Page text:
They believed that they were safe, they should have made it out alive. Liliane wrote a moving letter to God asking to bring back her parents, to protect them. She places their safety and their lives above her own; this is the innocence and purity that was within each of these children.

Jacob Benassayag, 10.

Their innocence, their rights to live, the right to their childhood was viciously and maliciously robbed from them.

Charles Weltner, 10.

In heartfelt messages to one another and to their caretakers, they express eternal gratefulness for their current state of happiness. They acknowledge that though they may not have much, they are content and full of life.

Gilles Sadovski, 9.

They wish one another happy birthday, profess the sweetest wishes for one another, there is not a trace of maliciousness in any one of them nor was it ever portrayed to any other person.

Max Leiner, 9.

They deserved to live, they deserved to have a full life.

Georges Halperm, 9.

How can the same God I have known all my life allow such a tragedy to occur?

Renathe Krochmal, 9.

A God who is just, fair, and righteous— one who “rewards the good and punish the evil.” How did He allow this to happen?

Mina Halaubrenner, 9.

How did He allow for an extra three children that day to arrive to their ultimate slaughter?

Santa Spiegel, 9.

Despite all of the glory He has bestowed upon us, this crime is of no contest.

Zygmund Springer, 8.

April 6, 1944, left many parents orphaned— alone in a world without their only children.

Richard Benguigui, 8.

Those left behind were then shoved into corners and silenced for years despite the screams of Sabine and those who aided the orphanage.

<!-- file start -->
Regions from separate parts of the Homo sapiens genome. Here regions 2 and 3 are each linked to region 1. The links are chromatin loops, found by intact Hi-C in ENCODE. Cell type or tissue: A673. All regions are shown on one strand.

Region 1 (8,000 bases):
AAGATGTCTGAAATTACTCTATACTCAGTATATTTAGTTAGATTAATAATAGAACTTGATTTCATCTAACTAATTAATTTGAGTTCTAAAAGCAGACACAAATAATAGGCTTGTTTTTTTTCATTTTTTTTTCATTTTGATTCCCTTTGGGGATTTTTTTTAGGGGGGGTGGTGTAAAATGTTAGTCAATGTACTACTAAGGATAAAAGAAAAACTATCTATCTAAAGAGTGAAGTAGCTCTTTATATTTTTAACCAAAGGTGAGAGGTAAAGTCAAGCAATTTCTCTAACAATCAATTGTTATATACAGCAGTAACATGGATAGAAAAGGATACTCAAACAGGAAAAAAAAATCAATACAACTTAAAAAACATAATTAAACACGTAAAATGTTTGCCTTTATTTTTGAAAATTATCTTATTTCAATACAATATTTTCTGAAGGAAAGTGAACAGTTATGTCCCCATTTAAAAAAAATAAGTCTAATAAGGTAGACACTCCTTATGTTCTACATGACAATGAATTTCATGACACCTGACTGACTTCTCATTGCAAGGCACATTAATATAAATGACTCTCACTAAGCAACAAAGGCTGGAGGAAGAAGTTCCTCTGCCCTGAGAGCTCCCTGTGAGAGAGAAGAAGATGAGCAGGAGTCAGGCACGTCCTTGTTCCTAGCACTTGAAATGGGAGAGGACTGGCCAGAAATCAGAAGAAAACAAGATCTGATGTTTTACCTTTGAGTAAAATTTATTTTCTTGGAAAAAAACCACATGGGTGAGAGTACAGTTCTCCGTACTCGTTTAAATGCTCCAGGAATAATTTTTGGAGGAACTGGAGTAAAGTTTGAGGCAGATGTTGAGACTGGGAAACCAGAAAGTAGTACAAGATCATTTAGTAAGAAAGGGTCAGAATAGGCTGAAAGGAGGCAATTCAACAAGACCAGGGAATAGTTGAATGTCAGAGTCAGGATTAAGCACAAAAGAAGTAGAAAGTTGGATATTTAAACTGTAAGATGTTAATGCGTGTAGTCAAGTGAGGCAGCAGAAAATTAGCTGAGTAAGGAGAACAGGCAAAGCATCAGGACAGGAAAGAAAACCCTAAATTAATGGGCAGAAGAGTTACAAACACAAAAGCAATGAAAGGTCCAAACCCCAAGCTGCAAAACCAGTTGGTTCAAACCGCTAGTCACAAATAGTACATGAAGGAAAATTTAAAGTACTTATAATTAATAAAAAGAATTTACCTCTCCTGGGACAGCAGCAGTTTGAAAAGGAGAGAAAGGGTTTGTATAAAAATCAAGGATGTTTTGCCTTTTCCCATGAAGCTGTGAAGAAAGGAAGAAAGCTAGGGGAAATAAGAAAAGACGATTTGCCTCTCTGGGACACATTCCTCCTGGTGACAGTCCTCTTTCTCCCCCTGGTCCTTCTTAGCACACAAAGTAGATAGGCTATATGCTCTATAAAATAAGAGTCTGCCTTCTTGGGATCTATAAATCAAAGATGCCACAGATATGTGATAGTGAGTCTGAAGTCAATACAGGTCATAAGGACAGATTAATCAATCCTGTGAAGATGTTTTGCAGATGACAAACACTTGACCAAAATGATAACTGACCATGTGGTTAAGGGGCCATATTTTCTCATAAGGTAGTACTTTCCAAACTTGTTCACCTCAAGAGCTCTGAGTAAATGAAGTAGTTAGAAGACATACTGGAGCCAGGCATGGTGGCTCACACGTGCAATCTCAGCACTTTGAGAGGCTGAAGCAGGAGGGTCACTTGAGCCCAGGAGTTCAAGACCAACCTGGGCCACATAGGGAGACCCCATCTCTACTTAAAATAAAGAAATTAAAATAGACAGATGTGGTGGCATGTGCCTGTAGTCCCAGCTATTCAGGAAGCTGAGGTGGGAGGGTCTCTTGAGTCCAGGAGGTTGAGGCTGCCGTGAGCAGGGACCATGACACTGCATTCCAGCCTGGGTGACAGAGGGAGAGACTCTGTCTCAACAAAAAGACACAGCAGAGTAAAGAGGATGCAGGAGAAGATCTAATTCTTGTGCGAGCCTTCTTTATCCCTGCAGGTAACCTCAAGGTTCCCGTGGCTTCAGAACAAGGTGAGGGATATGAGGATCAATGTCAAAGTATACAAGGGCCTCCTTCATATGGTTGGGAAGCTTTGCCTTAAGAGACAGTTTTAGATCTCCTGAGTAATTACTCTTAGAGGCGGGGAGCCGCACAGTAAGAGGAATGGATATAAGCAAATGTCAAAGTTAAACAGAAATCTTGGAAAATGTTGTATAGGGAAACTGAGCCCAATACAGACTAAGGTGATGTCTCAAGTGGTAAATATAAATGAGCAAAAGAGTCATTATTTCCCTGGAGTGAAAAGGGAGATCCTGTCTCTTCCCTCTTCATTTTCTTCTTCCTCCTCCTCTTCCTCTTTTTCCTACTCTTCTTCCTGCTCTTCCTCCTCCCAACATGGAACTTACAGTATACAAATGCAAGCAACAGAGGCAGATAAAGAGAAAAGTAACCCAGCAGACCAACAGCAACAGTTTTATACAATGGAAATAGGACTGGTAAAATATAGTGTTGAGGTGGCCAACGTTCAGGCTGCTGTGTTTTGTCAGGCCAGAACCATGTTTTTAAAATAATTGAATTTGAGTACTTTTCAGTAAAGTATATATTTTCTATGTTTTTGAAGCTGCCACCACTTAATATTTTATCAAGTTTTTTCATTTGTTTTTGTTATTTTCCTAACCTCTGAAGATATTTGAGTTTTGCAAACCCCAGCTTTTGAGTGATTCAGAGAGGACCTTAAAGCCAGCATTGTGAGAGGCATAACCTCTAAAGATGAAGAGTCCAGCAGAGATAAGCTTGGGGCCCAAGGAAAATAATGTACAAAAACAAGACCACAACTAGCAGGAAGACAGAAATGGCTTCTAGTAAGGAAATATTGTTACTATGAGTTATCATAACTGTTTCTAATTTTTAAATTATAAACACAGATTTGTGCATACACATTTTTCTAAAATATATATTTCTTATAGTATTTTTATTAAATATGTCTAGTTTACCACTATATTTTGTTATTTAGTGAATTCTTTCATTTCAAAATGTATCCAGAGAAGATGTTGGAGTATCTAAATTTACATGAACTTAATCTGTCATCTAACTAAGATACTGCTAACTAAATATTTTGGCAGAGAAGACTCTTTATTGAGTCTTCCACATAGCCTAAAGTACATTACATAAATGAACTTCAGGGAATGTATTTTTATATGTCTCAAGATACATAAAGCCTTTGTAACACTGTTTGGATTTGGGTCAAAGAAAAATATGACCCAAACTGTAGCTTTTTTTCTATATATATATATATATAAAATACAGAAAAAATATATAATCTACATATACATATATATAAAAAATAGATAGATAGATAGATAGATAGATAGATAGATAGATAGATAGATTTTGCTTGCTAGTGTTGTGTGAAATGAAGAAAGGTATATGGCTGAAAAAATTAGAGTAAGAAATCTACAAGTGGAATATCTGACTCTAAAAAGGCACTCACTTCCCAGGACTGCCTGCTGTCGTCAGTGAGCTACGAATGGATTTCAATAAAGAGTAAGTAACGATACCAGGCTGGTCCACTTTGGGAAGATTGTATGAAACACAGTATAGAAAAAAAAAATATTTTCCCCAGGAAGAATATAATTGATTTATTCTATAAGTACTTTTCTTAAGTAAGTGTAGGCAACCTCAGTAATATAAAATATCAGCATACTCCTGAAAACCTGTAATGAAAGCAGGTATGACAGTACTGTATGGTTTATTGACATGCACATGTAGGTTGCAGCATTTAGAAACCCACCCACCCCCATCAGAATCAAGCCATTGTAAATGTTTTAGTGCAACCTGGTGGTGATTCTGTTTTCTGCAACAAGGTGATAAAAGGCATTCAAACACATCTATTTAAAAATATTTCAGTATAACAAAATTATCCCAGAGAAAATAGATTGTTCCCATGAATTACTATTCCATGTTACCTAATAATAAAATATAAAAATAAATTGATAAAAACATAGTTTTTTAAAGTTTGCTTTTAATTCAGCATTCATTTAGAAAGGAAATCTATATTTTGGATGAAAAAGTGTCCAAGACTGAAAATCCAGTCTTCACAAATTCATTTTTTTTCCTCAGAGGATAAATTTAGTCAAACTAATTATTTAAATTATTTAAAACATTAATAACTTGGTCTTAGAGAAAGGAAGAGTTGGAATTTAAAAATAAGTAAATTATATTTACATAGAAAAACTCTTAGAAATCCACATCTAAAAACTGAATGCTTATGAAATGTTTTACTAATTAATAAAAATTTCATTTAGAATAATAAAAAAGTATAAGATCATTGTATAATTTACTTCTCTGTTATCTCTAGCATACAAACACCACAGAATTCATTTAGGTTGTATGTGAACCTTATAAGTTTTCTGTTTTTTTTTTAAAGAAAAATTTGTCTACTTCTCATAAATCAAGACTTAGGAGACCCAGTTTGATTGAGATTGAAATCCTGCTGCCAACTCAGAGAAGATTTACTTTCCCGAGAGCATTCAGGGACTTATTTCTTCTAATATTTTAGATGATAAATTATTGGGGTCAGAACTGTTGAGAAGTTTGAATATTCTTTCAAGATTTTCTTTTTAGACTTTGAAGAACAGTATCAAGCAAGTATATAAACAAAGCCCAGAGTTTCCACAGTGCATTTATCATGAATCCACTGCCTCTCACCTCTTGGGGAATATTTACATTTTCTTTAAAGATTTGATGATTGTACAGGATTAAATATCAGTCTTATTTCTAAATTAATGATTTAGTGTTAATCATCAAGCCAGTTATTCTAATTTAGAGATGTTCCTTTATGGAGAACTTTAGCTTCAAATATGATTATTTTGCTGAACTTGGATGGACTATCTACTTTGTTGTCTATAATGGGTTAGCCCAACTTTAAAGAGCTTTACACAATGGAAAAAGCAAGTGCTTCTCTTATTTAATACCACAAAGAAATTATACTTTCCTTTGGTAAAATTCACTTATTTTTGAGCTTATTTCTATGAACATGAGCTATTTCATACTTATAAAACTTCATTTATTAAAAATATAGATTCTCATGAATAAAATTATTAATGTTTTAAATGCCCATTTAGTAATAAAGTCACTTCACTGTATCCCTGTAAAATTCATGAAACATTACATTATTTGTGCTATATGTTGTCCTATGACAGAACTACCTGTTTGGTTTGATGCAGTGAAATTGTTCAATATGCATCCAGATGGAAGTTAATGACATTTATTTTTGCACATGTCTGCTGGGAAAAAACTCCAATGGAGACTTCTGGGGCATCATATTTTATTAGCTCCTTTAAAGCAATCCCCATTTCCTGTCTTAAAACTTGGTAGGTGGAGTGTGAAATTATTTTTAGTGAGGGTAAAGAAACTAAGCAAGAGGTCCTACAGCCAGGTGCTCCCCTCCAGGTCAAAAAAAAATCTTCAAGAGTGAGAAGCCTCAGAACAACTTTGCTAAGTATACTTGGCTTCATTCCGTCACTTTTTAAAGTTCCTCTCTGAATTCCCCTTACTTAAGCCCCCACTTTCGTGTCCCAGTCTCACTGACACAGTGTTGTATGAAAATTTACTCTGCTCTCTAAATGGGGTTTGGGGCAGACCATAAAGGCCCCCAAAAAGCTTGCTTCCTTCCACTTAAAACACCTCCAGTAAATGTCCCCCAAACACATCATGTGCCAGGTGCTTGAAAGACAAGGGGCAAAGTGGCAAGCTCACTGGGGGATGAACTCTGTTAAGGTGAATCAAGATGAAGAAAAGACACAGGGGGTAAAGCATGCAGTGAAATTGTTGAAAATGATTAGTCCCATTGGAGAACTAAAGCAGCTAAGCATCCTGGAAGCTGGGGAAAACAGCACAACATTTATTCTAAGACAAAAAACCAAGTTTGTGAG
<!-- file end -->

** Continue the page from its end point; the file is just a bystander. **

Marcel Mermelstein, 8.

How cruel is it that the ones that are supposed to be protected and saved above all else were the ones targeted by such hatred?

Samuel Adelsheimer, 7.

The names of the children were forgotten, only to be remembered by those whose families had survived, and by Sabine.

Liane Krochmal, 7.

However, during Klaus Barbie’s trials, in 1987, the children were an essential focus.

Emile Zuckerber, 6.

This heinous act was part of the tragedies that finally condemned Barbie and created the statute of crimes against humanity.

Jean Claude Benguigui, 6.

This proved that the actions taken by Klaus Barbie and those soldiers under him were solely for the sake of being at war.

Albert Bulka, 5.

This was a deliberate, vindictive attack targeted to erase a whole group of people.

Lucienne Friedler, 5.

A five year old could not have aided the resistance, fought in a war.

Claudine Halaubrenner, 5.

It was because of these 44 children that Klaus Barbie was finally convicted. Many of their parents devoted their lives to searching for him after the war. He was the one who gave the order to arrest and deport the children, the hearts of society.

Fritz Loebmann, 15.